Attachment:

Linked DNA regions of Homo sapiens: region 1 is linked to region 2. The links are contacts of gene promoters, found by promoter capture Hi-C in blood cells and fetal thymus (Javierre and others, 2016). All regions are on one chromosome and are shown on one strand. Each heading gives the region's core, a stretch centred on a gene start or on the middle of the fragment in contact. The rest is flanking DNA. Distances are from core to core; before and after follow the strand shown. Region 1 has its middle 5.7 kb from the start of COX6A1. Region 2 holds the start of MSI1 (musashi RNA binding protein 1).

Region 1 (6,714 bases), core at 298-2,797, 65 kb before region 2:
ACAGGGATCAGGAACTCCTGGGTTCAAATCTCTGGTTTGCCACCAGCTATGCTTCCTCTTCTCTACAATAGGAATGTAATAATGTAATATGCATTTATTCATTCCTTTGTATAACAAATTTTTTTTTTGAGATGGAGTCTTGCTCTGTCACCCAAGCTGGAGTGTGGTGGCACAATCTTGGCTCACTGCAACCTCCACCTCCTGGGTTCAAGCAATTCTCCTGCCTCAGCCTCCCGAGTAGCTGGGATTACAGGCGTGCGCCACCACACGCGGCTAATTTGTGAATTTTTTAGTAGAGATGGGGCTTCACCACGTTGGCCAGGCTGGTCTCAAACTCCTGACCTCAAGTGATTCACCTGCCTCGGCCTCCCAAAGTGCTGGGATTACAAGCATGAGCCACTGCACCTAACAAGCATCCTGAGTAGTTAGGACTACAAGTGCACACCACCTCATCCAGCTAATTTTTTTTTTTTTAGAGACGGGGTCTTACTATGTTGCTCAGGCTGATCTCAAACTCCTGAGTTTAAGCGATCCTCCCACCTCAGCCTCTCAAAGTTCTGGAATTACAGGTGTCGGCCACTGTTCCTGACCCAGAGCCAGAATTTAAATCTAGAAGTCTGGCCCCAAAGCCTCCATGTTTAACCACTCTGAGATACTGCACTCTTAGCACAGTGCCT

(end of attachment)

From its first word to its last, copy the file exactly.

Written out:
Linked DNA regions of Homo sapiens: region 1 is linked to region 2. The links are contacts of gene promoters, found by promoter capture Hi-C in blood cells and fetal thymus (Javierre and others, 2016). All regions are on one chromosome and are shown on one strand. Each heading gives the region's core, a stretch centred on a gene start or on the middle of the fragment in contact. The rest is flanking DNA. Distances are from core to core; before and after follow the strand shown. Region 1 has its middle 5.7 kb from the start of COX6A1. Region 2 holds the start of MSI1 (musashi RNA binding protein 1).

Region 1 (6,714 bases), core at 298-2,797, 65 kb before region 2:
ACAGGGATCAGGAACTCCTGGGTTCAAATCTCTGGTTTGCCACCAGCTATGCTTCCTCTTCTCTACAATAGGAATGTAATAATGTAATATGCATTTATTCATTCCTTTGTATAACAAATTTTTTTTTTGAGATGGAGTCTTGCTCTGTCACCCAAGCTGGAGTGTGGTGGCACAATCTTGGCTCACTGCAACCTCCACCTCCTGGGTTCAAGCAATTCTCCTGCCTCAGCCTCCCGAGTAGCTGGGATTACAGGCGTGCGCCACCACACGCGGCTAATTTGTGAATTTTTTAGTAGAGATGGGGCTTCACCACGTTGGCCAGGCTGGTCTCAAACTCCTGACCTCAAGTGATTCACCTGCCTCGGCCTCCCAAAGTGCTGGGATTACAAGCATGAGCCACTGCACCTAACAAGCATCCTGAGTAGTTAGGACTACAAGTGCACACCACCTCATCCAGCTAATTTTTTTTTTTTTAGAGACGGGGTCTTACTATGTTGCTCAGGCTGATCTCAAACTCCTGAGTTTAAGCGATCCTCCCACCTCAGCCTCTCAAAGTTCTGGAATTACAGGTGTCGGCCACTGTTCCTGACCCAGAGCCAGAATTTAAATCTAGAAGTCTGGCCCCAAAGCCTCCATGTTTAACCACTCTGAGATACTGCACTCTTAGCACAGTGCCT